Tax treatment for short-term capital gains/losses is considerably different from long-term capital gains/losses. Let’s break down the differences.
Short-Term Capital Gains/Losses
A position held for 365 days or less
Realized long stocks, ETFs, and equity option positions held for 365 calendar days or less fall under short-term capital gains or losses. Typically, short-term capital gains are taxed at an individual’s ordinary tax rate. As a result, if you made $10,000 from trading positions held for less than a year, then your realized profit would fall under your ordinary income tax rate. Short equities and equity options always fall under short-term.
Long-Term Capital Gains/Losses
A position held for 366 days or more
Realized long stocks, ETFs, and equity options held for 366 calendar days or more fall under long-term capital gains or losses. Long-term capital gains are subject to a lower tax rate than short-term capital gains. As a result, if you realized a $10,000 profit from a stock position you have held for more than a year, then your realized profit would fall under a tax rate lower than your ordinary income tax rate.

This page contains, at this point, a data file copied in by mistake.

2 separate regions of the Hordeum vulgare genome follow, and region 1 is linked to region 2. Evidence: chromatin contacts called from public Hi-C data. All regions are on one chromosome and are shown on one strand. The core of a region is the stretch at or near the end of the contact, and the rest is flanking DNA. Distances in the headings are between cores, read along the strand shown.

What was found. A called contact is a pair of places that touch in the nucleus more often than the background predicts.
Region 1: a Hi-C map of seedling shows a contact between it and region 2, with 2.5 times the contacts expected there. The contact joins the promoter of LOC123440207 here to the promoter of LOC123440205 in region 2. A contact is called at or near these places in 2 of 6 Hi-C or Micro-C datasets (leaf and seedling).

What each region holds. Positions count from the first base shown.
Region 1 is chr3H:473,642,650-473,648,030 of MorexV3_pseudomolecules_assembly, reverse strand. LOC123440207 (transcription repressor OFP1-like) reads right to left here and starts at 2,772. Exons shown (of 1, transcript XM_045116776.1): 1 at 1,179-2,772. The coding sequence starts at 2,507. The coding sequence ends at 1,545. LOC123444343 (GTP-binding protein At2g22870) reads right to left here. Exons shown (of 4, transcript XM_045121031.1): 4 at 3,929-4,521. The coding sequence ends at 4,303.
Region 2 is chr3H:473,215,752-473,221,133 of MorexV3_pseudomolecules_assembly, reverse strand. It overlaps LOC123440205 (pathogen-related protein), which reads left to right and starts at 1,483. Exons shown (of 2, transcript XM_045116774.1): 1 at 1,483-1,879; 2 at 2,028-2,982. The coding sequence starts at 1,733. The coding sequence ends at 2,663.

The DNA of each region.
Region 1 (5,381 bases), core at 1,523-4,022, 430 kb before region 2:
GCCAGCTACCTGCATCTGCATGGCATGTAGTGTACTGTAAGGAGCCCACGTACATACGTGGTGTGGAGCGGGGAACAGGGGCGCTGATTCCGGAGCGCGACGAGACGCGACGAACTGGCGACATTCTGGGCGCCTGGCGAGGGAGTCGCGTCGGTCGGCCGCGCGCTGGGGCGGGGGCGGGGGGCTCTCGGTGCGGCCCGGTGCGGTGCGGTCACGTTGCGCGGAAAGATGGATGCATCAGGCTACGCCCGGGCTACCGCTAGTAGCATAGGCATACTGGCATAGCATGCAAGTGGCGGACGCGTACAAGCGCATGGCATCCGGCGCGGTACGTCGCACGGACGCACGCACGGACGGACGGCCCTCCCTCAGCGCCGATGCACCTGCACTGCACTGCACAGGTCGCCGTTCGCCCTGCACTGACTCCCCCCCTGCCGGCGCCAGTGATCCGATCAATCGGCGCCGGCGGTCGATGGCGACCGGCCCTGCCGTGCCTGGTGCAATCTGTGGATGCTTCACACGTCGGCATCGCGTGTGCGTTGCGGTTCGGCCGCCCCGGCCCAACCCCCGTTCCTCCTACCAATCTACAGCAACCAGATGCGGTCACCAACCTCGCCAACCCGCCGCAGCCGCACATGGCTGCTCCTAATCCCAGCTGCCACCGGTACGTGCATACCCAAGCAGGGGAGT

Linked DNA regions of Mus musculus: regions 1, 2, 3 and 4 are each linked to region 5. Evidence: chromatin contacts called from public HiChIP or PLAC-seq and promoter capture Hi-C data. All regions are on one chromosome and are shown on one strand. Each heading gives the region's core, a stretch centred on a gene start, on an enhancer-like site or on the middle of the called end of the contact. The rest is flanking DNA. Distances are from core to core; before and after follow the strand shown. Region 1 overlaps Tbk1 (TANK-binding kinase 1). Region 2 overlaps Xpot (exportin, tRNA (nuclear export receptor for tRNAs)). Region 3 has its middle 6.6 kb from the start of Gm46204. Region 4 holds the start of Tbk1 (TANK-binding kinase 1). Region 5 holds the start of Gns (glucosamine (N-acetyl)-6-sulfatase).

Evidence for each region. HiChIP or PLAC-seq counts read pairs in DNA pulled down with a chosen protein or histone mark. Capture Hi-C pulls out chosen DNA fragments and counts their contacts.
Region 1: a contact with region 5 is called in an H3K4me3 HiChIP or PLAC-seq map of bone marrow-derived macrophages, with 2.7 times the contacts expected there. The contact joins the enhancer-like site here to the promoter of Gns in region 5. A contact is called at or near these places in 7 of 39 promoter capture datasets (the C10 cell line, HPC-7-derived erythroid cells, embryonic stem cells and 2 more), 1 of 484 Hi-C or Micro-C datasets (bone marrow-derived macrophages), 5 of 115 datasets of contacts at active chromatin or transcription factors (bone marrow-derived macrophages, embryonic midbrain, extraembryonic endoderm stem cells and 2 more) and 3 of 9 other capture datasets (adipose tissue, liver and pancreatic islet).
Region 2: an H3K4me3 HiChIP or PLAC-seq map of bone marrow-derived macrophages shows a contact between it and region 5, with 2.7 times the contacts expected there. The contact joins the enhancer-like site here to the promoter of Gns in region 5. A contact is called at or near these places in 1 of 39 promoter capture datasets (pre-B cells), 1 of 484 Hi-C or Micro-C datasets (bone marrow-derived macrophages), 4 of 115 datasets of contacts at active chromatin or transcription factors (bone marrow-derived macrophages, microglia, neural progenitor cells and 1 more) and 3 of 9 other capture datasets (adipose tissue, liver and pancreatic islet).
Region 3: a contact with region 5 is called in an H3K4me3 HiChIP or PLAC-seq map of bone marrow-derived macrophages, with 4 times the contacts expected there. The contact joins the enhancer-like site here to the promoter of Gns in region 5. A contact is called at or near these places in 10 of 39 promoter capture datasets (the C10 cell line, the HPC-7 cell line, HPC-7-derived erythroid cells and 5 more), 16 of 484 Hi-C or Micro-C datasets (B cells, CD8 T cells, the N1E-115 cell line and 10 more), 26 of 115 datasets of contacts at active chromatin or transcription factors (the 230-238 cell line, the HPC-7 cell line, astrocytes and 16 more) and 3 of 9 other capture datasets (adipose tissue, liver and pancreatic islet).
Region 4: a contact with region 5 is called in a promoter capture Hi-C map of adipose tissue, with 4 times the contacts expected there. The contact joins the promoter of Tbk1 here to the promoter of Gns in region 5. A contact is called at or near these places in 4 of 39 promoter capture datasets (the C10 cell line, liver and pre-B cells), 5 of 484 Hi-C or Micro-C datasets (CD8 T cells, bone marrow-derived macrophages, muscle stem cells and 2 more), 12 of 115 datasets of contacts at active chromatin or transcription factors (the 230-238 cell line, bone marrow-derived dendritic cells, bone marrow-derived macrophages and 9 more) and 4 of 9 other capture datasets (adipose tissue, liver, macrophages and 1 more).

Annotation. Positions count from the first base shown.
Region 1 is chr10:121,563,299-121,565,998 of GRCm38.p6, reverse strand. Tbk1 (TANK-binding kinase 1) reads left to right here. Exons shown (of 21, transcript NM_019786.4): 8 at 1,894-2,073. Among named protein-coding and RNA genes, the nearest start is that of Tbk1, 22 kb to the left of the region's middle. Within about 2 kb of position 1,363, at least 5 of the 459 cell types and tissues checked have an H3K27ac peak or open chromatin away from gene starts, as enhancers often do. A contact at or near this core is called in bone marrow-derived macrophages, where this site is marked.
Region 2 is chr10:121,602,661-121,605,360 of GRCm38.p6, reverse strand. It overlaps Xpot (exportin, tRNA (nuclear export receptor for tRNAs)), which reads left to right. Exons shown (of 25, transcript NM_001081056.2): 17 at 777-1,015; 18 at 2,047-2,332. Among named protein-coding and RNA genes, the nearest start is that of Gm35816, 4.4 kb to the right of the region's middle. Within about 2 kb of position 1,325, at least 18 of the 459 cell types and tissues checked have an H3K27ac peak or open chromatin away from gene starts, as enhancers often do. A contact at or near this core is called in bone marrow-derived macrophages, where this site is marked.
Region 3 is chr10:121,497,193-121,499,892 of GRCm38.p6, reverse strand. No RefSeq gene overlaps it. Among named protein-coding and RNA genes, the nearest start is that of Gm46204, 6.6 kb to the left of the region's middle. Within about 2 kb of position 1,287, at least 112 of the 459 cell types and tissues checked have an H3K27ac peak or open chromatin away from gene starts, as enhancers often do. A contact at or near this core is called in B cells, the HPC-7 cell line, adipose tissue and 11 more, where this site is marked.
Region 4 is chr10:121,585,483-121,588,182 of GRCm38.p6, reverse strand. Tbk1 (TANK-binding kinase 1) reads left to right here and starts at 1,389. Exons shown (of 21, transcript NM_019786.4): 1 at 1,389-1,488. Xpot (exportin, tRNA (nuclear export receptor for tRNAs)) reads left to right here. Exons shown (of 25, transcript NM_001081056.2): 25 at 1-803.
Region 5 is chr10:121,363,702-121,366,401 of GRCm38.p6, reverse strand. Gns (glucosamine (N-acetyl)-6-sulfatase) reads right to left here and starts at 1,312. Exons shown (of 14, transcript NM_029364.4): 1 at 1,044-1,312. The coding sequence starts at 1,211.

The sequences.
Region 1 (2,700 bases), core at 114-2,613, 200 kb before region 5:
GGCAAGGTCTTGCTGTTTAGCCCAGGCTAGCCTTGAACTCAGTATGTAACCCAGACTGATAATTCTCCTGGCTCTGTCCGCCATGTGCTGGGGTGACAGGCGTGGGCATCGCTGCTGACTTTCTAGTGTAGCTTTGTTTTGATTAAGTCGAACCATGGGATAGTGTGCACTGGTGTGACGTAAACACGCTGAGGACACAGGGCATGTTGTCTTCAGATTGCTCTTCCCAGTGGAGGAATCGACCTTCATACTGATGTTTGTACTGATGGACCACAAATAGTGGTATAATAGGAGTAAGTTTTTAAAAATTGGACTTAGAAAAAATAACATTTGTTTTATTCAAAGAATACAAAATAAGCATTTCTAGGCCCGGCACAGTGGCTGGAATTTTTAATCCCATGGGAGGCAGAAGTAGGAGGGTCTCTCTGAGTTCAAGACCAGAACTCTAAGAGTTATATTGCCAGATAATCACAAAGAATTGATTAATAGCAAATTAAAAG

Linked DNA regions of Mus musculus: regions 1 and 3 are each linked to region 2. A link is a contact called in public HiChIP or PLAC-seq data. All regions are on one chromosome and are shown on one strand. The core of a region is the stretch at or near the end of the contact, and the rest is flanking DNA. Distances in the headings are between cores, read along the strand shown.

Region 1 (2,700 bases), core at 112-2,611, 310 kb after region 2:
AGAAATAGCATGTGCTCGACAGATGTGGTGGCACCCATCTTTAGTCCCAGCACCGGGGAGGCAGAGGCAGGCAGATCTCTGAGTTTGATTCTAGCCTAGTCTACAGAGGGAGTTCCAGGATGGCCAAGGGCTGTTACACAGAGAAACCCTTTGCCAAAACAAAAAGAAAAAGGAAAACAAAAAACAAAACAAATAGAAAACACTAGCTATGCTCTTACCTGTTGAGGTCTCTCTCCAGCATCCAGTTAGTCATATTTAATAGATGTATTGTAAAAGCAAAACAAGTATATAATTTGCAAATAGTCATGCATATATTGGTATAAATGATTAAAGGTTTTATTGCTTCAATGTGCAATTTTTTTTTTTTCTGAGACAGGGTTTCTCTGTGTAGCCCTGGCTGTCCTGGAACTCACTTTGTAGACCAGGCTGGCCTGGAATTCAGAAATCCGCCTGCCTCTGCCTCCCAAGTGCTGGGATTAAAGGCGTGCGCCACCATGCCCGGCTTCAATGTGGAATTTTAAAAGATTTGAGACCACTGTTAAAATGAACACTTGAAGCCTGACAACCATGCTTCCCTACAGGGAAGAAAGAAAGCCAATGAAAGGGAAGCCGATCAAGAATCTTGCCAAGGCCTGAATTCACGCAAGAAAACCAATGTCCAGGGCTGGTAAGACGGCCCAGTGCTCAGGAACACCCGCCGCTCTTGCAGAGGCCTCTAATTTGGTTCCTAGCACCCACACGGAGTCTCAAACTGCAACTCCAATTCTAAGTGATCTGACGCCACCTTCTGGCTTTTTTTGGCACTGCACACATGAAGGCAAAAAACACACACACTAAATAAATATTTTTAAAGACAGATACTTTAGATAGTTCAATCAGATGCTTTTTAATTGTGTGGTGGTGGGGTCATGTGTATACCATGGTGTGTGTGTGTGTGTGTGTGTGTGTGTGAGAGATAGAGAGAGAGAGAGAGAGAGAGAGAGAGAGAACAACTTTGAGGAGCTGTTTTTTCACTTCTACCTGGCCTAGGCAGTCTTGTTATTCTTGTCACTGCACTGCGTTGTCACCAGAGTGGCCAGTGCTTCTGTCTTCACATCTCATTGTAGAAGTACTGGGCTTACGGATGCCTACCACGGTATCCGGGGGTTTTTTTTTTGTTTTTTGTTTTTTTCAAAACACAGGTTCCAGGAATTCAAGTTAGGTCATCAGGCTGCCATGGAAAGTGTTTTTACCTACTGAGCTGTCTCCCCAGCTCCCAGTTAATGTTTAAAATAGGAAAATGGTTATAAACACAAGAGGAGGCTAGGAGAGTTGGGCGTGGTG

What is a Section 1256 Contract (Regulated Futures Contracts)?
Futures and Cash-Settled Index options
Where do Section 1256 Contracts fit in? If you traded any broad-based index options that are cash-settled, such as SPX, NDX, VIX, any outright futures contract, or option on futures, any gains/losses are subject to different tax treatment–60% long-term and 40% short-term. For more information on how to file your gain or loss from Section 1256 Contracts, please click here.
Some cash-settled index options, also known as broad-based index options, include: DJX, NDX, NQX, OEX, RUI, RUT, SPX, VIX, XEO, and XSP.
Consequently, if you realize a $10,000 gain from trading SPX and futures throughout the year, taxes are treated differently than straight short-term or long-term capital gains/losses.
Additionally, this tax treatment includes any Section 1256 Contract position(s) that are not closed by the end of the year since these contracts are mark-to-market each day. That means any open positions held from December 2020 to January 2021 will mark as a realized profit or loss due to mark-to-market settlement.
Are you unclear what a cash-settled index option is? If so, then please click here to view a list of cash-settled indexes that trade options.
|Period Held||Tax Treatment||Products|
365 days or less
|Ordinary tax rate||Stock, equity/ETF options|
|Long-Term||366 days or more||15%-20%||Stock, equity/ETF options|
|1256 Contracts||N/A||60% LT, 40% ST||Futures, Options on futures, Broad-based Index options|